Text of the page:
Roman Polanski and actress Sharon Tate had one of the most infamous and tragic relationships in Hollywood history. Their complicated one-year marriage ended in horror in 1969 when Tate, who was 8½ months pregnant with the couple’s first child, was murdered — along with Jay Sebring, Abigail Folger, Wojciech Frykowski and Steven Parent — in a horrific stabbing at their Los Angeles-area home by followers of cult leader Charles Manson.
Manson, whose name became synonymous with evil after his arrest in connection with the 1969 murders of Tate and eight others, died of natural causes on Sunday night. He was 83 and serving a life sentence in California’s Corcoran State Prison at the time of his death, which was confirmed by the California Department of Corrections and Rehabilitation.
“I said a prayer for his soul,” Sharon’s sister Debra told of the moment after she received a call from a prison official informing her Manson died.
Polanski’s short marriage to Tate is back in the spotlight in light of Manson’s death. Here’s a look back at the couple’s highs and lows.
Their Strange First Dates
The two were first introduced by producer Martin Ransohoff in the mid 1960s, who was attempting to help Tate snag a role in Polanski’s upcoming film. The actress relayed to her sister, Debra, that her and Polanski didn’t immediately hit it off, as revealed in the book Sharon Tate Recollection, compiled by Debra. According to the tribute, Polanski refused to talk to Tate on their first date. On the couple’s second excursion, he allegedly scared Tate by “storming” at her while wearing a Frankenstein mask.
Their Movie Together
After their bizarre introduction, Tate landed the role of Sarah Shagal in the Polanski-directed film The Fearless Vampire Killers. Polanski also co-starred in the film as Alfred, Tate’s romantic interest.
Their Rocky Marriage
Despite their less than idyllic meeting, the pair fell in love and got married on January 20, 1968 in London. Their marriage was riddled with wild rumors — ranging from infidelity to forced threesomes. Tate was reportedly deeply in love with Polanski, who was nine years her senior, but also extremely intimidated by the director. In the book Sharon Tate: A Life, one of Tate’s friends, Joanna Petter, said Polanski had a high level of control over his is wife. “He told her how to dress; he told her what makeup he liked, what he didn’t like. He preferred her with nothing, no makeup.”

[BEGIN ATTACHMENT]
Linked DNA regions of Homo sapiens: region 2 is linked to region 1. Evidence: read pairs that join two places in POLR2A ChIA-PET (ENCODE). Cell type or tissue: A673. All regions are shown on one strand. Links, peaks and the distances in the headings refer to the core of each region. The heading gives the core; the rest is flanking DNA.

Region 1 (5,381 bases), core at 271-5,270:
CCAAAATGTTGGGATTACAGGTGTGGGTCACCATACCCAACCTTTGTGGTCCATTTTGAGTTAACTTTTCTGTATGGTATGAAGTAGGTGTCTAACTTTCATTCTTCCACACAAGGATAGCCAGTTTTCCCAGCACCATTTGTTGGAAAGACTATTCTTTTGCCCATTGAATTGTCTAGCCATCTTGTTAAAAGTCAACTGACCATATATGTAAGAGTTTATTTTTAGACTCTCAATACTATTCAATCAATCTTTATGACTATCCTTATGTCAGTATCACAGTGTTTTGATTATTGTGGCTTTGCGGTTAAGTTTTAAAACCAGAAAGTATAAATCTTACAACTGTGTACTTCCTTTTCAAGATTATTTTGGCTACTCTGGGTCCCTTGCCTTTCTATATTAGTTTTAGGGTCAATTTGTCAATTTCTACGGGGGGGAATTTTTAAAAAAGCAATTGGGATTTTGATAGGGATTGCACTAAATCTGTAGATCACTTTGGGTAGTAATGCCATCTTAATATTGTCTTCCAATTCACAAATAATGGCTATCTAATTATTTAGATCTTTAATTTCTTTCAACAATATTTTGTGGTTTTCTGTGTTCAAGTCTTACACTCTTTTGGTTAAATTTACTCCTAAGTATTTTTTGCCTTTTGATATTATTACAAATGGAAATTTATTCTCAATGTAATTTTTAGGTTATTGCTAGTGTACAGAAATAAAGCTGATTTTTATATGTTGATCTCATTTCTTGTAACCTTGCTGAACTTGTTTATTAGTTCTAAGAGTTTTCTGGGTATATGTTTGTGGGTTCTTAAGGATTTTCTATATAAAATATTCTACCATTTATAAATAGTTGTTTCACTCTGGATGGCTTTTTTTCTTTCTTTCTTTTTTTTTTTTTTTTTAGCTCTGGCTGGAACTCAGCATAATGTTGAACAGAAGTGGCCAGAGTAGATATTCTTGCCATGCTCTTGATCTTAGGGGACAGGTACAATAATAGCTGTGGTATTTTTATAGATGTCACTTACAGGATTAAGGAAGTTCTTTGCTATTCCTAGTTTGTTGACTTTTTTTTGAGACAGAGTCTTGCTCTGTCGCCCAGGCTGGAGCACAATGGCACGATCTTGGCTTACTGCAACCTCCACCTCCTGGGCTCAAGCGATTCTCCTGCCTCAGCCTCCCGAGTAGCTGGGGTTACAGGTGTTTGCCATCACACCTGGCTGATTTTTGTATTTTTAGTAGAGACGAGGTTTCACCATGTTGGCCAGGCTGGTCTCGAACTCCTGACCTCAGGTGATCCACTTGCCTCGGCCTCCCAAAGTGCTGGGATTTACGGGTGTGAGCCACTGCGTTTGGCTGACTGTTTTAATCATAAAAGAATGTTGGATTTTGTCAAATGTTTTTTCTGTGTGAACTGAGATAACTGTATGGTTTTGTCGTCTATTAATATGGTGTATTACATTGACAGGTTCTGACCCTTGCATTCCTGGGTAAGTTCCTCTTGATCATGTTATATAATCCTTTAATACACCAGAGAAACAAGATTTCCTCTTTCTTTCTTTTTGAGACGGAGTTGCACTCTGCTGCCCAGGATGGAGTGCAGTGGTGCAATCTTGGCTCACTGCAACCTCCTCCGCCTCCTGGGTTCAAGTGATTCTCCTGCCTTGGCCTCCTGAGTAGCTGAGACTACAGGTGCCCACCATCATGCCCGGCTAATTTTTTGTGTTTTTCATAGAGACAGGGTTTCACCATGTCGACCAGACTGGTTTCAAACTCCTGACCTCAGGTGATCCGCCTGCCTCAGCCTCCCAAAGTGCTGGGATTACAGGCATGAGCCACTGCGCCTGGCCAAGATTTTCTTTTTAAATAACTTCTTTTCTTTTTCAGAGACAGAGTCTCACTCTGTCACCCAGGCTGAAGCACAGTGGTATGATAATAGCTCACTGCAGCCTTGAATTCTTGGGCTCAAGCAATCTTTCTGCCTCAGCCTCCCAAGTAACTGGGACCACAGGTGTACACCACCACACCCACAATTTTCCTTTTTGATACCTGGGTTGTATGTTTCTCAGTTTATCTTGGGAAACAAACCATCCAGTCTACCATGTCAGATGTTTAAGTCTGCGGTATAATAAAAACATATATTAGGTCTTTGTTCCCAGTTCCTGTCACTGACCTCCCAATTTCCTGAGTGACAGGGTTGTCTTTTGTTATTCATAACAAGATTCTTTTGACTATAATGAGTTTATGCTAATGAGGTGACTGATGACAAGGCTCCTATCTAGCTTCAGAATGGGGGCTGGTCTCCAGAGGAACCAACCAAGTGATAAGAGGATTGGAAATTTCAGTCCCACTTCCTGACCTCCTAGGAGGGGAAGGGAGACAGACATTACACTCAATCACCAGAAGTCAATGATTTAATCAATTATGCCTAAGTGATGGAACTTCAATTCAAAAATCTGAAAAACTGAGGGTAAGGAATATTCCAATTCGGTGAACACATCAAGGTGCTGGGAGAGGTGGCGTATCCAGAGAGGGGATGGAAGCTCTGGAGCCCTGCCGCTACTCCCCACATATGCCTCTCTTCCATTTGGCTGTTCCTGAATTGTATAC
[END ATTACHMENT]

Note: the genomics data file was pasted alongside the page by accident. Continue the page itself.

In an introduction to Sharon Tate Recollection, Polanski recalled some telling moments from their marriage. “She was also a born housewife,” said Polanski. “Aside from cooking like a dream, she used to cut my hair, a skill acquired from [ex-boyfriend and hairstylist] Jay Sebring.”
Tate’s friend, photographer Shahrokh Hatami, also alleged in Sharon Tate: A Life that Polanski forced Tate to engage in threesomes with random women. “Sharon told me about Roman — about imposed sexual scenes on her,” Hatami said. “He was bringing other girls to have threesomes with Sharon, and Sharon didn’t like that he was picking up girls on the Sunset and bring them home to have sex with them.”
The director allegedly refused to sleep with Tate after she became pregnant with his baby in 1968, and urged her to get an abortion. When she protested, he left the U.S. for London and had an affair with Michelle Phillips of The Mamas & the Papas, author Ed Sanders wrote in Sharon Tate: A Life.
On August 9 1969, Tate, pregnant with the couple’s son, was murdered along with four others in the home she shared with Polanski. Tate and friends — Jay Sebring, Abigail Folger, Wojciech Frykowski and Steven Parent — were murdered as a part of the murderous cult-leader Charles Manson’s attempted plan to start a race war called “Helter Skelter.” They were each stabbed a dozen times and their blood used to write on the walls.
Diana Tate later recalled to what her father said about the crime scene: “He said in all his time in the military that he hadn’t seen such slaughter. And he cried.”
Polanski was in London when he received the news that his pregnant wife had been killed. His friend Andy Braunsberg, who was with Polanski when he got the life-changing phone call, said the Rosemary’s Baby director was inconsolable. “He literally unravelled in front of my eyes,” Braunsberg said in Sharon Tate: A Life. “He disintegrated.”
Polanski confessed how Tate’s death still impacts him every day in Sharon Tate Recollection. “Even after so many years, I find myself unable to watch a spectacular sunset or visit a lovely old house or experience visual pleasure of any kind without instinctively telling myself how much she would have loved it all,” Polanski wrote. “In these ways I shall remain faithful to her till the day I die.”